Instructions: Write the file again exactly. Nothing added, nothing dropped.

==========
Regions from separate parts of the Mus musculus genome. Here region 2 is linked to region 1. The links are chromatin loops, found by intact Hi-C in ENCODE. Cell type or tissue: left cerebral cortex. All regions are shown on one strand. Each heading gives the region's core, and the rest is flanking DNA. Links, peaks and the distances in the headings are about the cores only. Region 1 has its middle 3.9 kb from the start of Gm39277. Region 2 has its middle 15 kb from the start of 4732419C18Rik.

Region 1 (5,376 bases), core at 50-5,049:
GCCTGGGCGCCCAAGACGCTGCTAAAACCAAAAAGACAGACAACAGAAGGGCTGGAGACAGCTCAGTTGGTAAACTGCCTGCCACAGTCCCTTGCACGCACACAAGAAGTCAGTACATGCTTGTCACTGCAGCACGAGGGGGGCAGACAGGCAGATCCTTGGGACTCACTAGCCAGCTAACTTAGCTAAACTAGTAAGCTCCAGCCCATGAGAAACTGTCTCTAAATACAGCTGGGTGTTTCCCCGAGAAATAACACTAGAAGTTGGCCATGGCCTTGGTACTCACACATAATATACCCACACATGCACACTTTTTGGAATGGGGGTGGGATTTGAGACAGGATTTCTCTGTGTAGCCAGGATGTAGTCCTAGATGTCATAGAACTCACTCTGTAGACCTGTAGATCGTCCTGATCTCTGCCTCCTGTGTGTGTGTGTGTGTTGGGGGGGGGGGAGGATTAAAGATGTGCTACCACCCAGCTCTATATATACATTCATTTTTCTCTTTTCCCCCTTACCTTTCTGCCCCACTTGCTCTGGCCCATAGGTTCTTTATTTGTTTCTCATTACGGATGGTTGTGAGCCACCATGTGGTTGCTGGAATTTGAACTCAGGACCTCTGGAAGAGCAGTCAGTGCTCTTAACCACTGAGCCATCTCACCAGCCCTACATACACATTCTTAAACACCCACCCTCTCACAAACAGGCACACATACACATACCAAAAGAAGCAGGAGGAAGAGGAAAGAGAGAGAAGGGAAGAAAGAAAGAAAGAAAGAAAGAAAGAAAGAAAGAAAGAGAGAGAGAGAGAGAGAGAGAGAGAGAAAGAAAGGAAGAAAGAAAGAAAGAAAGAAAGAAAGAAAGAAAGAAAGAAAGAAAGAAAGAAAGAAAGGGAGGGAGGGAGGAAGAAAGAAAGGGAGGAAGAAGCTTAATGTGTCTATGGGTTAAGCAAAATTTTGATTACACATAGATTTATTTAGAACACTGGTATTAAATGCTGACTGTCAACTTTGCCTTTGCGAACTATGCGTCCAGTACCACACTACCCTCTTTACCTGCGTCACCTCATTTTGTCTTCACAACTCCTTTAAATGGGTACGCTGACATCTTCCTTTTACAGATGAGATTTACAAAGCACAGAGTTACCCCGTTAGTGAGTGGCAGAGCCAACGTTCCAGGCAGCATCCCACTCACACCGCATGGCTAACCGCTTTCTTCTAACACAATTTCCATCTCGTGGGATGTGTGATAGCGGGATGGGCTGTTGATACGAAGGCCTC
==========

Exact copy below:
Regions from separate parts of the Mus musculus genome. Here region 2 is linked to region 1. The links are chromatin loops, found by intact Hi-C in ENCODE. Cell type or tissue: left cerebral cortex. All regions are shown on one strand. Each heading gives the region's core, and the rest is flanking DNA. Links, peaks and the distances in the headings are about the cores only. Region 1 has its middle 3.9 kb from the start of Gm39277. Region 2 has its middle 15 kb from the start of 4732419C18Rik.

Region 1 (5,376 bases), core at 50-5,049:
GCCTGGGCGCCCAAGACGCTGCTAAAACCAAAAAGACAGACAACAGAAGGGCTGGAGACAGCTCAGTTGGTAAACTGCCTGCCACAGTCCCTTGCACGCACACAAGAAGTCAGTACATGCTTGTCACTGCAGCACGAGGGGGGCAGACAGGCAGATCCTTGGGACTCACTAGCCAGCTAACTTAGCTAAACTAGTAAGCTCCAGCCCATGAGAAACTGTCTCTAAATACAGCTGGGTGTTTCCCCGAGAAATAACACTAGAAGTTGGCCATGGCCTTGGTACTCACACATAATATACCCACACATGCACACTTTTTGGAATGGGGGTGGGATTTGAGACAGGATTTCTCTGTGTAGCCAGGATGTAGTCCTAGATGTCATAGAACTCACTCTGTAGACCTGTAGATCGTCCTGATCTCTGCCTCCTGTGTGTGTGTGTGTGTTGGGGGGGGGGGAGGATTAAAGATGTGCTACCACCCAGCTCTATATATACATTCATTTTTCTCTTTTCCCCCTTACCTTTCTGCCCCACTTGCTCTGGCCCATAGGTTCTTTATTTGTTTCTCATTACGGATGGTTGTGAGCCACCATGTGGTTGCTGGAATTTGAACTCAGGACCTCTGGAAGAGCAGTCAGTGCTCTTAACCACTGAGCCATCTCACCAGCCCTACATACACATTCTTAAACACCCACCCTCTCACAAACAGGCACACATACACATACCAAAAGAAGCAGGAGGAAGAGGAAAGAGAGAGAAGGGAAGAAAGAAAGAAAGAAAGAAAGAAAGAAAGAAAGAAAGAGAGAGAGAGAGAGAGAGAGAGAGAGAAAGAAAGGAAGAAAGAAAGAAAGAAAGAAAGAAAGAAAGAAAGAAAGAAAGAAAGAAAGAAAGAAAGGGAGGGAGGGAGGAAGAAAGAAAGGGAGGAAGAAGCTTAATGTGTCTATGGGTTAAGCAAAATTTTGATTACACATAGATTTATTTAGAACACTGGTATTAAATGCTGACTGTCAACTTTGCCTTTGCGAACTATGCGTCCAGTACCACACTACCCTCTTTACCTGCGTCACCTCATTTTGTCTTCACAACTCCTTTAAATGGGTACGCTGACATCTTCCTTTTACAGATGAGATTTACAAAGCACAGAGTTACCCCGTTAGTGAGTGGCAGAGCCAACGTTCCAGGCAGCATCCCACTCACACCGCATGGCTAACCGCTTTCTTCTAACACAATTTCCATCTCGTGGGATGTGTGATAGCGGGATGGGCTGTTGATACGAAGGCCTC